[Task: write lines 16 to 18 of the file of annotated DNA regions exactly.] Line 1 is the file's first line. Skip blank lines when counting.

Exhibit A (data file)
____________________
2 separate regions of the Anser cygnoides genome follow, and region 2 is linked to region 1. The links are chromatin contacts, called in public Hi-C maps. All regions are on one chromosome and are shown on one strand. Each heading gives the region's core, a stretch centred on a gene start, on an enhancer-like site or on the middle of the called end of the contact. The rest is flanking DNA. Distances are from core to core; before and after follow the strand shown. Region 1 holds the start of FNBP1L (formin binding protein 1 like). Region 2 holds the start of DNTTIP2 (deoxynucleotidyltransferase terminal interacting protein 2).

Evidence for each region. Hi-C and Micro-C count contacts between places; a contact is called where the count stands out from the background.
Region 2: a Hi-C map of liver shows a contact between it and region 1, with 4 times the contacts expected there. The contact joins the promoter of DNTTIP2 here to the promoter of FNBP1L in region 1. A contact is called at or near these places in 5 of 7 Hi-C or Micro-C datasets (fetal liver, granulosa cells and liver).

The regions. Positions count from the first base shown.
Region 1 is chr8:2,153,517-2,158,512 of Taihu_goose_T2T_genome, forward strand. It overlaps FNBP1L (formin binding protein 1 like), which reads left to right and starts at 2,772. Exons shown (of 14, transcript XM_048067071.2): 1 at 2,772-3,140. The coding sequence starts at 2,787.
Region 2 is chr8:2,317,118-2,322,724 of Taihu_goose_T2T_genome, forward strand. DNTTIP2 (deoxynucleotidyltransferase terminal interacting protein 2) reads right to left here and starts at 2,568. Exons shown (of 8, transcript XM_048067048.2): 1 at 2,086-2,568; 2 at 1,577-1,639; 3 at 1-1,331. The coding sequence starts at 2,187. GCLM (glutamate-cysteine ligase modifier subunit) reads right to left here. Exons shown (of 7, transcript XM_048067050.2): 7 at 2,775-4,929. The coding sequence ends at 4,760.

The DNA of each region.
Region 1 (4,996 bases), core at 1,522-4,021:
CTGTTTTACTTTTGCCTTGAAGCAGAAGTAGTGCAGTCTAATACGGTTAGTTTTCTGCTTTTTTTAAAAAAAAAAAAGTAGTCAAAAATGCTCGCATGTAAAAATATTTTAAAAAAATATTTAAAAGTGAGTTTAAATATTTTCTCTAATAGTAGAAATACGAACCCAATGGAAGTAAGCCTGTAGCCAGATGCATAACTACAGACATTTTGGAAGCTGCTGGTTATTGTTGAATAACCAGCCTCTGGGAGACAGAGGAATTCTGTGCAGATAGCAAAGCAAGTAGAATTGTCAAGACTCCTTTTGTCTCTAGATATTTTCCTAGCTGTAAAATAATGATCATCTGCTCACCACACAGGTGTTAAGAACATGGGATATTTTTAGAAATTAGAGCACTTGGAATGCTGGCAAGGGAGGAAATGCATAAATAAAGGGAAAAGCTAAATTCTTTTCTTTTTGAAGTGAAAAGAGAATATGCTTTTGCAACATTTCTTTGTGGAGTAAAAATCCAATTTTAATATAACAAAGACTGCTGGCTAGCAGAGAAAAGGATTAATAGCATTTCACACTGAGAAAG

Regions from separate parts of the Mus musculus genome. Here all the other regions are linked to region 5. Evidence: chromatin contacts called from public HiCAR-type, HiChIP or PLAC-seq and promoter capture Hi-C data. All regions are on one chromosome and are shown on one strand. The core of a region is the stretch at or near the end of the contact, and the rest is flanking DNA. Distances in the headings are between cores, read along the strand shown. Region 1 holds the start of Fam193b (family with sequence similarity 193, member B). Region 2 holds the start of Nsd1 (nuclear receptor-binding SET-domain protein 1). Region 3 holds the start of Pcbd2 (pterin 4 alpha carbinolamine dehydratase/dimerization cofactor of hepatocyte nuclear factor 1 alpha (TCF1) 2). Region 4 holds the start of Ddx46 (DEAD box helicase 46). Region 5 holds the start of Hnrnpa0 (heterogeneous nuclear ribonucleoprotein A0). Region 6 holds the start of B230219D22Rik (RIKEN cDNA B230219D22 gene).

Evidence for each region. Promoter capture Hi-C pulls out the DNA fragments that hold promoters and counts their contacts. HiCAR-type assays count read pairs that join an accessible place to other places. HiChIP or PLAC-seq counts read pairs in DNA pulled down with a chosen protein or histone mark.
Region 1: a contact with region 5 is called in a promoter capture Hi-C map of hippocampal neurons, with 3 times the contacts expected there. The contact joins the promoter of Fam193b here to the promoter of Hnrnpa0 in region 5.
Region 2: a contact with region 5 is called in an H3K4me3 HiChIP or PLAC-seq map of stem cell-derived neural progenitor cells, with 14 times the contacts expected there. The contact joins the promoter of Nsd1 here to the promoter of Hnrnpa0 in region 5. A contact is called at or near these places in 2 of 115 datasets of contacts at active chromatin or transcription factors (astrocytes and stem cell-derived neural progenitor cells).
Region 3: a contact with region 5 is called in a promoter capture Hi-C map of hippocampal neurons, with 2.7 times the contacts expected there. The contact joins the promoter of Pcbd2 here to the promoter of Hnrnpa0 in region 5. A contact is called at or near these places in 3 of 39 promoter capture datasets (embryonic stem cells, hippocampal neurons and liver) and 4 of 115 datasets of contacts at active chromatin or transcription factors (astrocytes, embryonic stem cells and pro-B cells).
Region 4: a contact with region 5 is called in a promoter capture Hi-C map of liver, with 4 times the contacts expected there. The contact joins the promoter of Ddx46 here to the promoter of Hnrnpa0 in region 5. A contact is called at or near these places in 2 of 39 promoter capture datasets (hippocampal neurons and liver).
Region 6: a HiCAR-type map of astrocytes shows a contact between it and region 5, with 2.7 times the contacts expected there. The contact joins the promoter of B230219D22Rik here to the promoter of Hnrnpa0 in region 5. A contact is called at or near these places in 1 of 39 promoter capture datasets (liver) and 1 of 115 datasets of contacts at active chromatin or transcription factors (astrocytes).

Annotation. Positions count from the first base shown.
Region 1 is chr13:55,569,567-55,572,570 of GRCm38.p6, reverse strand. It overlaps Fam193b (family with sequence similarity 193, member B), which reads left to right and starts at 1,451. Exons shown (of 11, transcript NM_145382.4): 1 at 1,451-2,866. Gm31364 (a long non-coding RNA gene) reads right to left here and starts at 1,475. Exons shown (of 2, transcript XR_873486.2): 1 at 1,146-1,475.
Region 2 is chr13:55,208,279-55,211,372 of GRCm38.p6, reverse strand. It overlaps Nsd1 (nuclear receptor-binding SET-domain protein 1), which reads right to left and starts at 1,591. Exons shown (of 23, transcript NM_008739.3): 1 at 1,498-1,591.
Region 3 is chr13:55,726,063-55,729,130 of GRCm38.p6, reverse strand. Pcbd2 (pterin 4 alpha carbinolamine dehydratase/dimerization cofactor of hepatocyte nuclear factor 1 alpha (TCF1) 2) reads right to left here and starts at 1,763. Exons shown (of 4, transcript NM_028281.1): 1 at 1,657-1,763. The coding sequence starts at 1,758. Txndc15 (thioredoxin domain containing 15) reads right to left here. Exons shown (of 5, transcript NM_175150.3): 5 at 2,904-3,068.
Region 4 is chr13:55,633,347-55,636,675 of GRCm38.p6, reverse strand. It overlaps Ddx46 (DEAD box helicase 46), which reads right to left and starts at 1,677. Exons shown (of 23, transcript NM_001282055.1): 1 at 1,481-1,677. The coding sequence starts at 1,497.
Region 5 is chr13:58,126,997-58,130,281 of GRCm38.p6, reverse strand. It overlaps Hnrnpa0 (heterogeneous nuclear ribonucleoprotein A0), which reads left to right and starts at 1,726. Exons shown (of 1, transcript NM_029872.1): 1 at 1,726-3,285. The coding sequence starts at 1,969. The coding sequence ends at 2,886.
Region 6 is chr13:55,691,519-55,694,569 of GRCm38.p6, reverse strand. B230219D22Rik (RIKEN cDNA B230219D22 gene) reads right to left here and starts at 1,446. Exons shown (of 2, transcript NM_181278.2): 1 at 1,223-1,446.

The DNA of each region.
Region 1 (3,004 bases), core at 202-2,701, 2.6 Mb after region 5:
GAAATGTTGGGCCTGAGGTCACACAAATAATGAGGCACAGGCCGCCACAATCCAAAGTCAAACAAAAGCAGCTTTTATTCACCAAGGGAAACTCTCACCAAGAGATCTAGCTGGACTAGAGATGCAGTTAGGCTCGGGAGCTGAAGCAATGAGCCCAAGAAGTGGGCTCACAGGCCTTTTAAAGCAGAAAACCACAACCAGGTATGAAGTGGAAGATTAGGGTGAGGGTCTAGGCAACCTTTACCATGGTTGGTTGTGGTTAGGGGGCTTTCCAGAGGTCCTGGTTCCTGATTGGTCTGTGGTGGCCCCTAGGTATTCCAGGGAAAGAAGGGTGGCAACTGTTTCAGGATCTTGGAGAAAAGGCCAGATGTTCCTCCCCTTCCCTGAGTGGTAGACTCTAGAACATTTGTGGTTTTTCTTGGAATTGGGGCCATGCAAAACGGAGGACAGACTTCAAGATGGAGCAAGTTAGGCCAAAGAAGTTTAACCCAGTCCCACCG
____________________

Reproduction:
Region 6: a HiCAR-type map of astrocytes shows a contact between it and region 5, with 2.7 times the contacts expected there. The contact joins the promoter of B230219D22Rik here to the promoter of Hnrnpa0 in region 5. A contact is called at or near these places in 1 of 39 promoter capture datasets (liver) and 1 of 115 datasets of contacts at active chromatin or transcription factors (astrocytes).

Annotation. Positions count from the first base shown.
Region 1 is chr13:55,569,567-55,572,570 of GRCm38.p6, reverse strand. It overlaps Fam193b (family with sequence similarity 193, member B), which reads left to right and starts at 1,451. Exons shown (of 11, transcript NM_145382.4): 1 at 1,451-2,866. Gm31364 (a long non-coding RNA gene) reads right to left here and starts at 1,475. Exons shown (of 2, transcript XR_873486.2): 1 at 1,146-1,475.